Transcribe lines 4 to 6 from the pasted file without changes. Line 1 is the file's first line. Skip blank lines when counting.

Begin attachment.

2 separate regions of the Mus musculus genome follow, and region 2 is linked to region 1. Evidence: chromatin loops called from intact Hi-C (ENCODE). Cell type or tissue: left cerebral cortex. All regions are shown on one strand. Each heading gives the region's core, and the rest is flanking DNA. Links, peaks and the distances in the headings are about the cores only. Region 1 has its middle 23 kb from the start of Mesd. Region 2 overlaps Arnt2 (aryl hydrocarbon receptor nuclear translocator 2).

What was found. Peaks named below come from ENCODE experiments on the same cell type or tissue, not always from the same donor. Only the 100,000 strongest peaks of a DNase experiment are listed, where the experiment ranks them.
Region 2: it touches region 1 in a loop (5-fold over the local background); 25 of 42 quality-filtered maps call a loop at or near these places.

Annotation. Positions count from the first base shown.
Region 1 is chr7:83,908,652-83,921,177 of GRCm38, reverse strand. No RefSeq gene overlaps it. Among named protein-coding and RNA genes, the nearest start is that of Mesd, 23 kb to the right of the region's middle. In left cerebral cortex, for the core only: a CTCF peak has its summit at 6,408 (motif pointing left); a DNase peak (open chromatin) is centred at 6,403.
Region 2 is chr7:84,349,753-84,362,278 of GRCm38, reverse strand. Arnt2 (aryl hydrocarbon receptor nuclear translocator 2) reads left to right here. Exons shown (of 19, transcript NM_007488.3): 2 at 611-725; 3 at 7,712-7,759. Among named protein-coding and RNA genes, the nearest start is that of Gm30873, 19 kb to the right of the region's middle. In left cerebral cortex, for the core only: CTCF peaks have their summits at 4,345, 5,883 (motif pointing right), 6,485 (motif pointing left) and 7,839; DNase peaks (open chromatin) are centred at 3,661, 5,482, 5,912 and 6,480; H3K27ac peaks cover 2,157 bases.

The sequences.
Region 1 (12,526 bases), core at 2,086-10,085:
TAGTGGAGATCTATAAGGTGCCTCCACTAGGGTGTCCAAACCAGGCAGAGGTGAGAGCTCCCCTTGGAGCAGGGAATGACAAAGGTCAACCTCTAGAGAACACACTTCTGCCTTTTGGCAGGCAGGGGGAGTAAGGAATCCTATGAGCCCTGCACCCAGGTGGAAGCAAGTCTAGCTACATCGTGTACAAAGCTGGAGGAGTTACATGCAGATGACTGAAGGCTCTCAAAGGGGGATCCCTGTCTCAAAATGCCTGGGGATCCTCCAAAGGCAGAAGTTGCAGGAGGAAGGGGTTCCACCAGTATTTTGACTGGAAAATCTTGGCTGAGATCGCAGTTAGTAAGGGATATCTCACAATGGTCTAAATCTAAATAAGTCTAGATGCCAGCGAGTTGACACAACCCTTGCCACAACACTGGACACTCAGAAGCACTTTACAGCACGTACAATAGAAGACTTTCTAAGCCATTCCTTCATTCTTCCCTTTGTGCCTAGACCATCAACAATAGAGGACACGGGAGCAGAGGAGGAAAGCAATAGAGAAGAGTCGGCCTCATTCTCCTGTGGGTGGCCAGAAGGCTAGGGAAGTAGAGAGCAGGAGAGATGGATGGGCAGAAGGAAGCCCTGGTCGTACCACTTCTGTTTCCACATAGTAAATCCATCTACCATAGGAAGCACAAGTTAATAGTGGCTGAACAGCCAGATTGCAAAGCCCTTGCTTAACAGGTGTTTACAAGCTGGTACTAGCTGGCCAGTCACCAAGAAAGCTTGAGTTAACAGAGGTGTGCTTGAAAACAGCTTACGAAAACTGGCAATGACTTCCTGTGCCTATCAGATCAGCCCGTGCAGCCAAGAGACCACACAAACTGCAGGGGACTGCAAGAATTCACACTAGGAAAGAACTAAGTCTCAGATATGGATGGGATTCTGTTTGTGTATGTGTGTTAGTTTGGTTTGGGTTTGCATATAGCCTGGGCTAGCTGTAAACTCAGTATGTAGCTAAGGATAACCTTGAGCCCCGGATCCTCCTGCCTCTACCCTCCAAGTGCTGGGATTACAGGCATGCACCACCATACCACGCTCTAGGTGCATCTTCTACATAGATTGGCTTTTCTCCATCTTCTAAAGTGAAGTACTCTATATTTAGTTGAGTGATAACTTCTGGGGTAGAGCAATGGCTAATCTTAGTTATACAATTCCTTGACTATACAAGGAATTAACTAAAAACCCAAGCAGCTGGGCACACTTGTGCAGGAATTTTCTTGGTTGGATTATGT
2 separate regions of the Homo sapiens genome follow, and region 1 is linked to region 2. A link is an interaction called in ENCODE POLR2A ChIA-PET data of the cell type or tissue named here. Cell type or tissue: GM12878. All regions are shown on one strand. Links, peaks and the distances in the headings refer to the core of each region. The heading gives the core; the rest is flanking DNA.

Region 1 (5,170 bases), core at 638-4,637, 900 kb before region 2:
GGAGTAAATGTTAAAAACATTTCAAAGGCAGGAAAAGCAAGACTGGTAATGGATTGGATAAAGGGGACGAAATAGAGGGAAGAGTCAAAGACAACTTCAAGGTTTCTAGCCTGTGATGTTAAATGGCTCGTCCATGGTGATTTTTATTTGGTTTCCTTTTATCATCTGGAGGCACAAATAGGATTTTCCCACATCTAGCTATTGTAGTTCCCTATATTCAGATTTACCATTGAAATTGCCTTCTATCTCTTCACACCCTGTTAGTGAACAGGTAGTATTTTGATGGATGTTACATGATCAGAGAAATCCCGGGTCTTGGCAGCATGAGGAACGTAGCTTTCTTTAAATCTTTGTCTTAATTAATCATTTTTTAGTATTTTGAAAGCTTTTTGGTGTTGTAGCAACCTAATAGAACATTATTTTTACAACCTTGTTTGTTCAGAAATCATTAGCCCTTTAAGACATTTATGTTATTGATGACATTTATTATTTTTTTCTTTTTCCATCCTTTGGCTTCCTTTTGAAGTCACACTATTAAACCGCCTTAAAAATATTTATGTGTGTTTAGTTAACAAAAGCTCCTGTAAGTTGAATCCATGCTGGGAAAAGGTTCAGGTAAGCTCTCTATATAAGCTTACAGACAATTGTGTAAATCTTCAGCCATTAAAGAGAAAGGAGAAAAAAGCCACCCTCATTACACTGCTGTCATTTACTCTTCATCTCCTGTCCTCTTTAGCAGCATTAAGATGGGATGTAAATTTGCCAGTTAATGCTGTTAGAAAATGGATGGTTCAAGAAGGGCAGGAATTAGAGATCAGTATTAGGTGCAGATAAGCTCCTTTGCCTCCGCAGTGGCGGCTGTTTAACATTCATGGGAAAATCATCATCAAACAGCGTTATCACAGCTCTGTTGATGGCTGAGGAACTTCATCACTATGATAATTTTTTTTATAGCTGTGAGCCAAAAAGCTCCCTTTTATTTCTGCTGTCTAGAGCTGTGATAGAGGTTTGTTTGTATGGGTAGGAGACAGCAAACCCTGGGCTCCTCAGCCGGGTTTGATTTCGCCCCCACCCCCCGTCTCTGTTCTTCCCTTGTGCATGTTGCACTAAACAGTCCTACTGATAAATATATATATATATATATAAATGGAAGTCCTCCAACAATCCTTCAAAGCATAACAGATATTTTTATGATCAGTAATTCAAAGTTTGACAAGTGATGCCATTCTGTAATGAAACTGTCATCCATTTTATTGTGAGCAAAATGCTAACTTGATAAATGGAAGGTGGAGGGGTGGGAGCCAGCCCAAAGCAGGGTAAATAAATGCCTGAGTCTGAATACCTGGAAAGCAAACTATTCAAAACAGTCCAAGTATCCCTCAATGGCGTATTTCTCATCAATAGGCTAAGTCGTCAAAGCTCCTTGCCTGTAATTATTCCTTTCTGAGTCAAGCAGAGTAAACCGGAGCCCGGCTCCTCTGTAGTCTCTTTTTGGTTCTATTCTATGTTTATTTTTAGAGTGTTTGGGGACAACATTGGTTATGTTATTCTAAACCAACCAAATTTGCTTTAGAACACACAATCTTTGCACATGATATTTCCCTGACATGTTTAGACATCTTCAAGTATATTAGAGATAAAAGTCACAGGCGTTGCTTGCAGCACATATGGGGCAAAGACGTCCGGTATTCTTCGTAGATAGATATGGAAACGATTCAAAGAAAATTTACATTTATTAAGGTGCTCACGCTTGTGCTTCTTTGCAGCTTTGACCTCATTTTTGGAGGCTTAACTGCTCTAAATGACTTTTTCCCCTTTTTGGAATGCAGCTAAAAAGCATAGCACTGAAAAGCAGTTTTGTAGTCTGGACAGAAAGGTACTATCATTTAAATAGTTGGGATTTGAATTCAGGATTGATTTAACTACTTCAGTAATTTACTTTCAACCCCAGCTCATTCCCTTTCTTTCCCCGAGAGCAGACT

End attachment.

Annotation. Positions count from the first base shown.
Region 1 is chr7:83,908,652-83,921,177 of GRCm38, reverse strand. No RefSeq gene overlaps it. Among named protein-coding and RNA genes, the nearest start is that of Mesd, 23 kb to the right of the region's middle. In left cerebral cortex, for the core only: a CTCF peak has its summit at 6,408 (motif pointing left); a DNase peak (open chromatin) is centred at 6,403.
Region 2 is chr7:84,349,753-84,362,278 of GRCm38, reverse strand. Arnt2 (aryl hydrocarbon receptor nuclear translocator 2) reads left to right here. Exons shown (of 19, transcript NM_007488.3): 2 at 611-725; 3 at 7,712-7,759. Among named protein-coding and RNA genes, the nearest start is that of Gm30873, 19 kb to the right of the region's middle. In left cerebral cortex, for the core only: CTCF peaks have their summits at 4,345, 5,883 (motif pointing right), 6,485 (motif pointing left) and 7,839; DNase peaks (open chromatin) are centred at 3,661, 5,482, 5,912 and 6,480; H3K27ac peaks cover 2,157 bases.